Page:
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Spokesman Puts Building Iraqi Government in Perspective

By Jim Garamone
American Forces Press Service

WASHINGTON, Oct. 24, 2006 – Building a nation is tough business, and people tend to lose their frames of reference about the process, a Pentagon spokesman said here today.

People forget that the Iraqi government has been in place for only four months, Bryan Whitman said. “For us right now, four months seems like a long time,” he told reporters. “Four months in the history of a nation is the blink of an eye.”

The Iraqi government is continuing to move forward even as insurgent and sectarian violence mars the landscape. “There is slow and steady progress being made on all fronts: security, political, as well as economic,” Whitman said. The violence that’s occurring in Iraq today “doesn’t negate the fact that progress is being made,” he added.

Whitman spoke after U.S. Ambassador to Iraq Zalmay Khalilzad and Army Gen. George W. Casey Jr., commander of Multinational Force Iraq, spoke in Baghdad about benchmarks and goals the Iraqi government has set. “The fact is (Iraq) is a sovereign nation,” Whitman said. “As a sovereign nation, they have to be able to recognize for themselves that there are various things they need to achieve to put themselves on a path to greater stability security and prosperity.”

Whitman shied away from calling the benchmarks a timetable. “When you set timetables, you give the enemy very precise decision points or basically outline goals for them,” he said.

Defense Secretary Donald H. Rumsfeld said yesterday that there would be no penalties if the Iraqi government does not meet these benchmark goals. “These are decisions and milestones and benchmarks that any sovereign nation has to establish by themselves,” Whitman said. “They will determine the consequences of achieving them or not achieving them. It’s not up to the coalition or the United States.”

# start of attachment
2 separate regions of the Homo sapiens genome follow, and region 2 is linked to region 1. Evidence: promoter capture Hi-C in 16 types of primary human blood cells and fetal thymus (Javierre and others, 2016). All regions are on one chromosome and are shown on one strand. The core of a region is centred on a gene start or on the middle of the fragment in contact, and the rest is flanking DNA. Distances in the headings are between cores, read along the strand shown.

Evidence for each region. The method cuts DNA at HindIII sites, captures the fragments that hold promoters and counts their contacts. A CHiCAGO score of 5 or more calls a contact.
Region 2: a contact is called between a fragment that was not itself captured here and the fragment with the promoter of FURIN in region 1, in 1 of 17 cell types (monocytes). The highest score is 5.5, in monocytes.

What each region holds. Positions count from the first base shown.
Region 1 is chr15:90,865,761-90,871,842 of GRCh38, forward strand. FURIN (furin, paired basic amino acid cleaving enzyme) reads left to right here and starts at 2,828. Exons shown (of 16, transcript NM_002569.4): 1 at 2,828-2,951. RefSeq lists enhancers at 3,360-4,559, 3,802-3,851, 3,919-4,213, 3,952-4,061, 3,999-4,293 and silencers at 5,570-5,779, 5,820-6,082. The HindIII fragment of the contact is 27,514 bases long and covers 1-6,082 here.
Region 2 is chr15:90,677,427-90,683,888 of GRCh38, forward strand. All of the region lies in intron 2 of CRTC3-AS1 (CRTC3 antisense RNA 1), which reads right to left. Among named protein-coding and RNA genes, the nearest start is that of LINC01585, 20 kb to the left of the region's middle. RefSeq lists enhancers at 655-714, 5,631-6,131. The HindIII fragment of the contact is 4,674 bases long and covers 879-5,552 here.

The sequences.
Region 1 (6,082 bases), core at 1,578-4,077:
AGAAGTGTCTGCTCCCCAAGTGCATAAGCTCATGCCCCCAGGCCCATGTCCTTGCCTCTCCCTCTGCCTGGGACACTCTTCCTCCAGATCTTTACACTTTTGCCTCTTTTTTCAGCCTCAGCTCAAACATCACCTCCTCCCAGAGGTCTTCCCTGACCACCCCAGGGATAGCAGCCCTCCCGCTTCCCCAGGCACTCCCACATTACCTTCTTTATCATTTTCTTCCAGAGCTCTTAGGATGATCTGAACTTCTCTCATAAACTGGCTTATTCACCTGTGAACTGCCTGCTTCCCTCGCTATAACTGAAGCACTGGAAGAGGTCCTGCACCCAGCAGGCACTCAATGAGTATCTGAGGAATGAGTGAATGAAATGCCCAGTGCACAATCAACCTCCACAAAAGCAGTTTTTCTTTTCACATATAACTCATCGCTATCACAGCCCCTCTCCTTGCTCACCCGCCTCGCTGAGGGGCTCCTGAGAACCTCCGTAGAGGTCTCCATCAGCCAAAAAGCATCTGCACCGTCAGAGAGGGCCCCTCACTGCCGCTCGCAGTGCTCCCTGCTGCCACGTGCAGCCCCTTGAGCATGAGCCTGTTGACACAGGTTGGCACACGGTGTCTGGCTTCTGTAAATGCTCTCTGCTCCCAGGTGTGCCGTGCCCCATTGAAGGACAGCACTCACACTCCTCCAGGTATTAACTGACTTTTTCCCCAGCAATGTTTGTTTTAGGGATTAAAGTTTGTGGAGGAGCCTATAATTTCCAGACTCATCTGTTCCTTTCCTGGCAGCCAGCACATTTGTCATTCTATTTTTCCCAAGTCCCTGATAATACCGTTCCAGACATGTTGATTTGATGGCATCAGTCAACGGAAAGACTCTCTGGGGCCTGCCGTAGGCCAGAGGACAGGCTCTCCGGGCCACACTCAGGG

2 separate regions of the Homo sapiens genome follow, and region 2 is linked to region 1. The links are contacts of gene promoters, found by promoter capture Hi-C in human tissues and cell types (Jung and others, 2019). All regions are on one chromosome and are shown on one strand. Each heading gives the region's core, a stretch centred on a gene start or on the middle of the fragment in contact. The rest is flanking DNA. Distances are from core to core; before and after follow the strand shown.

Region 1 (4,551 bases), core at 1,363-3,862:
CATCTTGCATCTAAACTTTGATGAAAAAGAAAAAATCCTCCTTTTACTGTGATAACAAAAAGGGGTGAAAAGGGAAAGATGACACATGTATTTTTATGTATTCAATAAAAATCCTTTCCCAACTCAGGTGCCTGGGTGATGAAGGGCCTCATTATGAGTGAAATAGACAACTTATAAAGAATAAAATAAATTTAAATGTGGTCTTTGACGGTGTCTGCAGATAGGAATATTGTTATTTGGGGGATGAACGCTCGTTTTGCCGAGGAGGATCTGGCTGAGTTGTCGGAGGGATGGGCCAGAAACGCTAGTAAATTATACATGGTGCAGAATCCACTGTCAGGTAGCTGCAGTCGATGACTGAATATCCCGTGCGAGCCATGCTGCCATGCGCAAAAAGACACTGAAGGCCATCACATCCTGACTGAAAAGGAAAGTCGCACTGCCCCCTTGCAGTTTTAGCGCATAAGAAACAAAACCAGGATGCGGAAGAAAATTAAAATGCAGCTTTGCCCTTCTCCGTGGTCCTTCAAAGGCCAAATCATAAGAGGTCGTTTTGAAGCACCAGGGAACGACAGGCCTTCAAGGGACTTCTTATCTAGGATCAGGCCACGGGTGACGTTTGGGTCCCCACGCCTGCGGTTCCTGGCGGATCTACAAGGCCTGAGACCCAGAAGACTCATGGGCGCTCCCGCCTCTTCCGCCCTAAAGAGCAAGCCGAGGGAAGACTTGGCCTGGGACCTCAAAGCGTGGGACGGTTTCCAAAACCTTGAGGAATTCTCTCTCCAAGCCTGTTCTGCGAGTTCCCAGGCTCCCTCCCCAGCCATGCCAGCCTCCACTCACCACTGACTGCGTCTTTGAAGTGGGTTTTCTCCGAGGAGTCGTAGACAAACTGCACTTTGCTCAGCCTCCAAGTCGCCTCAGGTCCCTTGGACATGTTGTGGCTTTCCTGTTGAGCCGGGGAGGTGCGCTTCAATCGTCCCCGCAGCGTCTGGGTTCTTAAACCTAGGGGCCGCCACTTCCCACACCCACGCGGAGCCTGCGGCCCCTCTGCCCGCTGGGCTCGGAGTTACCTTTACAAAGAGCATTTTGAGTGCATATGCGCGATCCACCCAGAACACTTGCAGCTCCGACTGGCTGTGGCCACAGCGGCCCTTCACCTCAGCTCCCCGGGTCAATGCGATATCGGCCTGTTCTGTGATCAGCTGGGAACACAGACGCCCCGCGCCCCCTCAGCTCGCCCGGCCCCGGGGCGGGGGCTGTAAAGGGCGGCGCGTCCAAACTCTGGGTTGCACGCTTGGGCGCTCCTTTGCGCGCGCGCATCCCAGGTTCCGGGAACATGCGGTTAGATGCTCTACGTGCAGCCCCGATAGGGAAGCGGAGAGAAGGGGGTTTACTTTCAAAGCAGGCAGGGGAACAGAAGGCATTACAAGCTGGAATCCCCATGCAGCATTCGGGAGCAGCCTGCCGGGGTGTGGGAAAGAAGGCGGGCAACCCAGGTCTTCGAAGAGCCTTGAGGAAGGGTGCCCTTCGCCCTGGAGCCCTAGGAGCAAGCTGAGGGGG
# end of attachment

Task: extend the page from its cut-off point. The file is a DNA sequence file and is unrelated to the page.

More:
The spokesman said there are no requests for more U.S. troops in Iraq, but that conditions will always determine what the appropriate size of coalition forces is. “We’ve been very consistent with saying that we’re not going to pre-judge,” Whitman said. “It went up when General Casey requested some of the units stay there past their time for redeployment, and it went up to 15 combat brigades.”

Coalition forces in Iraq are using the strategy of “clear, protect and build.” “They are clearing areas; they are getting the necessary Iraqi forces in to protect the populations in those areas; and then they are building,” Whitman said.

He said the United States will continue to assist the Iraqi government. “The decisions that we are making are based on the environment that exists there, the best military judgment, the judgment of the people on the ground,” he said. “And the environment in Iraq and not the environment in the United States are going to drive the decisions. What are important are our efforts to assist Iraq stay focused even in this admittedly political season.”

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